Baton Rouge's controversial red light camera program faces an uncertain future after the Metro Council failed to renew a contract Wednesday — a decision that could allow drivers to blow through intersections without consequences while officials scramble to fill a void in public safety funding after the current pact expires Dec. 31.

The motion to approve a renegotiated contract with American Traffic Solutions failed on a tie vote; one council member didn't vote and another was absent. City-parish Chief Administrative Officer Darryl Gissel said the proposal will likely return to the council's agenda in January. 

Under a program first approved in 2007, the city-parish has used its revenue to support salaries for more than 50 Baton Rouge police officers. If the council decides against entering a new contract, it would need to find a new funding source.

Gissel said failing to extend the program "would hurt public safety."

Officials estimate the proposed renegotiated contract would save at least $347,000 in the 2019 operating budget by increasing the rate of return on paid tickets. But one reason the program has received criticism is that historically just a fraction of the people fined for running red lights actually pay their tickets — in some years less than 50 percent. That number was 38 percent for the 72,847 first notices of violation issued in 2017. And one man owes more than $26,000 in unpaid red light violation fines.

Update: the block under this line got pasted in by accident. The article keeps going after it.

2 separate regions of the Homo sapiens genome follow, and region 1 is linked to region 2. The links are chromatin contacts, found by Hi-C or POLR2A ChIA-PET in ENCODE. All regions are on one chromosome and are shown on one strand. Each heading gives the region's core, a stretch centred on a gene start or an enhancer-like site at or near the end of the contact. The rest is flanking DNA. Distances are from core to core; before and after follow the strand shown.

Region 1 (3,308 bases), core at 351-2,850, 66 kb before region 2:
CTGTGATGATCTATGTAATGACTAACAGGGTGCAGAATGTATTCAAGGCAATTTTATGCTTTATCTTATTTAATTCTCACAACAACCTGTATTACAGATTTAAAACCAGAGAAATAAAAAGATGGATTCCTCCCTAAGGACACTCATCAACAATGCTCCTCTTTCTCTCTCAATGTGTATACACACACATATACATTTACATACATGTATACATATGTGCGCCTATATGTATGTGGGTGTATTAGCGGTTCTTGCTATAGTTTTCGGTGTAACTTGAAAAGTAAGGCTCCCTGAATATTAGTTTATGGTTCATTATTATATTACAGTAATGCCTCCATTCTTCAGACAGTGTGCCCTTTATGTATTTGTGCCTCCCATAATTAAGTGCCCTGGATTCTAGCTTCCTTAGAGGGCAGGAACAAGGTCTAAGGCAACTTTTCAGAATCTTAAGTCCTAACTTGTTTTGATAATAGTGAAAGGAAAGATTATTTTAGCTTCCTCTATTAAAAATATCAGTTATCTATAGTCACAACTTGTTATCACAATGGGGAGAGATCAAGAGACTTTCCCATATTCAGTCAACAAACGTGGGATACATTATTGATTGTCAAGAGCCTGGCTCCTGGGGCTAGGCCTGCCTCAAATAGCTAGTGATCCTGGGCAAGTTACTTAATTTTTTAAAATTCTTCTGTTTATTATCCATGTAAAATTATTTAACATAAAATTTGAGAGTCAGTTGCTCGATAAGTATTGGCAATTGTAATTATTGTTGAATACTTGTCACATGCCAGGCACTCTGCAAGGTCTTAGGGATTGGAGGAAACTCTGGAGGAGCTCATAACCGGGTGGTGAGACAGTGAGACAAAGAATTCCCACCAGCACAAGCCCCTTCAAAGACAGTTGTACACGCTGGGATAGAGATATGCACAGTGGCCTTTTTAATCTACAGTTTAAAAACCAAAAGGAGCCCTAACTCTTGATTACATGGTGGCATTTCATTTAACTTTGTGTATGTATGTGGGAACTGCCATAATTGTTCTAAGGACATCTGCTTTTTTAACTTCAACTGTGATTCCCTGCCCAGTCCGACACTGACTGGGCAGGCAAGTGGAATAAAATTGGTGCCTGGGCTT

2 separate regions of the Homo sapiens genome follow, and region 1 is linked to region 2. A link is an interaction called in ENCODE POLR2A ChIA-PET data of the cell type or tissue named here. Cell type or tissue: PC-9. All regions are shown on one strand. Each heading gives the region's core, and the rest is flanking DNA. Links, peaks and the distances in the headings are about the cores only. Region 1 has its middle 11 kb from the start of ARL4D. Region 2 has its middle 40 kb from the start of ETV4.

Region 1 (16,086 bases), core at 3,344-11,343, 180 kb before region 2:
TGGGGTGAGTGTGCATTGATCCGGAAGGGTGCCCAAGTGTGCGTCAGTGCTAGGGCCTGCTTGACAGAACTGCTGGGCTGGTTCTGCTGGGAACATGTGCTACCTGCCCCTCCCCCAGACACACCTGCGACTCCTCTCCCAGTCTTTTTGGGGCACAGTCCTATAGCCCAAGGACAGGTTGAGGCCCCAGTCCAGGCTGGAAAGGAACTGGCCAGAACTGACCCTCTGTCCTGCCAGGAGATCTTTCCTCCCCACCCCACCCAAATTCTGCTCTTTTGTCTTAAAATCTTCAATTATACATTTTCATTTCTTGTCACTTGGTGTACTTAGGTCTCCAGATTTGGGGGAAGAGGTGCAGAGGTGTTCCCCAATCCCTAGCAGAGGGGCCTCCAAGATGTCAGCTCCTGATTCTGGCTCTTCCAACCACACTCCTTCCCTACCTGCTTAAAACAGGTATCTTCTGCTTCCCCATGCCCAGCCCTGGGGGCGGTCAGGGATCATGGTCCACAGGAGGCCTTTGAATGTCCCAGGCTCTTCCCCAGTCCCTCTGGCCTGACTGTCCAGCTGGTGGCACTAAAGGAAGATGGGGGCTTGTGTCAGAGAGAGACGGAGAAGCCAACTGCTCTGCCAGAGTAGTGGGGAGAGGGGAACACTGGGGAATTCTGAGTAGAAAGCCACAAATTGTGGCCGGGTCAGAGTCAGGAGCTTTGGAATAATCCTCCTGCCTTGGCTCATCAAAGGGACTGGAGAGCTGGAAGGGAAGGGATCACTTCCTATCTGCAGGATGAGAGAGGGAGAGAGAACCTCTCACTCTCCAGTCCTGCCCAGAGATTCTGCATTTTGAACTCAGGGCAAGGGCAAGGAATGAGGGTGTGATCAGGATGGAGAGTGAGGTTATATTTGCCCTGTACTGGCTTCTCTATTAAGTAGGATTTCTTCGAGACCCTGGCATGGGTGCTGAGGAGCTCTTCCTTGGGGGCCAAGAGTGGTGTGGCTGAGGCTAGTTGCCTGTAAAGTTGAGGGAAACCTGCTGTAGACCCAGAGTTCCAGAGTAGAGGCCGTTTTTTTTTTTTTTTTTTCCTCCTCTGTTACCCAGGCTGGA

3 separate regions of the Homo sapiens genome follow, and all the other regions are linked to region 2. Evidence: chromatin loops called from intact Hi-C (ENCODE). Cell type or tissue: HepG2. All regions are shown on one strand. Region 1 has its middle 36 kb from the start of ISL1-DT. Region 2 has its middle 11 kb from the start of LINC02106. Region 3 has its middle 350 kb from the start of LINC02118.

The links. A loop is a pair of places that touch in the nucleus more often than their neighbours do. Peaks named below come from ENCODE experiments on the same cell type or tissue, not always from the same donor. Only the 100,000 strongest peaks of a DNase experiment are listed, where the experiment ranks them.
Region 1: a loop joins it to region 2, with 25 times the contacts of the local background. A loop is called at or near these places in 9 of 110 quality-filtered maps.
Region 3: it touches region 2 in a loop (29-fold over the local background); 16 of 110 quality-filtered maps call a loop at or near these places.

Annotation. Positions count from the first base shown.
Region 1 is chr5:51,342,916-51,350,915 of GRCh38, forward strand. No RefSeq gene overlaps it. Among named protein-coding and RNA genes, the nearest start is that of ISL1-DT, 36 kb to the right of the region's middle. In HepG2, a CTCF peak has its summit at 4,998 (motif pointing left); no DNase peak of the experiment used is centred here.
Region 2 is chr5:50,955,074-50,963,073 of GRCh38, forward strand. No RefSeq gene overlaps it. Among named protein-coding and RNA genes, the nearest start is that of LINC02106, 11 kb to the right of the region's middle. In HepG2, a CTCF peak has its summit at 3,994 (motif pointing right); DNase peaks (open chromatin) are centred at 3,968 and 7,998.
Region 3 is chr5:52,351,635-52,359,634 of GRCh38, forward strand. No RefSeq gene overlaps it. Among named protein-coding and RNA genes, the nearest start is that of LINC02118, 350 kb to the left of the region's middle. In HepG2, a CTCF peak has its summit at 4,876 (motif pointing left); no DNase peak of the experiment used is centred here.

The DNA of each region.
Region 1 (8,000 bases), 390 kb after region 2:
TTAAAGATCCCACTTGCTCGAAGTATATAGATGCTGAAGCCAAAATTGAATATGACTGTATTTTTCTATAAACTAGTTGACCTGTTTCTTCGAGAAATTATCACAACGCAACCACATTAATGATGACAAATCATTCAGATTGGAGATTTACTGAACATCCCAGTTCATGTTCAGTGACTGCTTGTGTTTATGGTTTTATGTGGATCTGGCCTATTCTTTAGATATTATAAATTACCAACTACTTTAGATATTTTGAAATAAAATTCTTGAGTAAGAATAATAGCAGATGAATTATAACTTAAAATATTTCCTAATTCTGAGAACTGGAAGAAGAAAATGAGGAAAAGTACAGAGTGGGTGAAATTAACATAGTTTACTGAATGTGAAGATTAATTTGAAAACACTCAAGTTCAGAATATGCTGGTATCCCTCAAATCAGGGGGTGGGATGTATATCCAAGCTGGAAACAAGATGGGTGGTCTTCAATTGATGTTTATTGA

Critics have also questioned whether it's worth contracting with an outside vendor, which eats into profits even more. 

The program has nonetheless generated some significant revenue: $2.9 million last year and $2.3 million in 2016. And officials expect that those profits would grow to $3.5 million in 2019 if the contract change is approved.

Instead of collecting a percentage of profits, American Traffic Solutions would instead collect a flat fee for each paid ticket. The contractor is in charge of maintaining the camera system and sending tickets to red light violators. 

Supporters argue the program boosts the budget and improves public safety. Officials said fatal crashes resulting from people running red lights have decreased about 66 percent at intersections where the cameras were installed. 

Councilman Matt Watson, who voted against renewing the contract, challenged claims that the cameras have made intersections significantly safer for drivers and said he's glad that people "are finally admitting openly that this was just about the money."

The owners of cars that run red lights at select intersections — there are 24 red light cameras throughout the parish — are fined $117 immediately after the violation, then an additional $35 in late fees after 60 days and $15 more after 90 days.

The vendor, which now receives a percentage of the money collected for each paid ticket, would start collecting flat fees instead under the proposed contract: $30 for each ticket paid when the first notice is mailed, $45.20 when paid on first delinquent notice and $46.70 when paid on second delinquent notice.

The new agreement also includes the option of installing more cameras at no extra cost and four annual renewals, which would extend it for the next five years.

Officials have also said they're still evaluating their options in terms of collecting the more than $43 million in unpaid red light tickets that has accumulated over the past 10 years. The city-parish has the legal authority to boot vehicles, report the debt to collection agencies and request payments through small claims court. However, those options have not yet been exercised.

Editor's note: This story was edited after publication to include a statement from councilman Matt Watson.

Follow Lea Skene on Twitter, @lea_skene.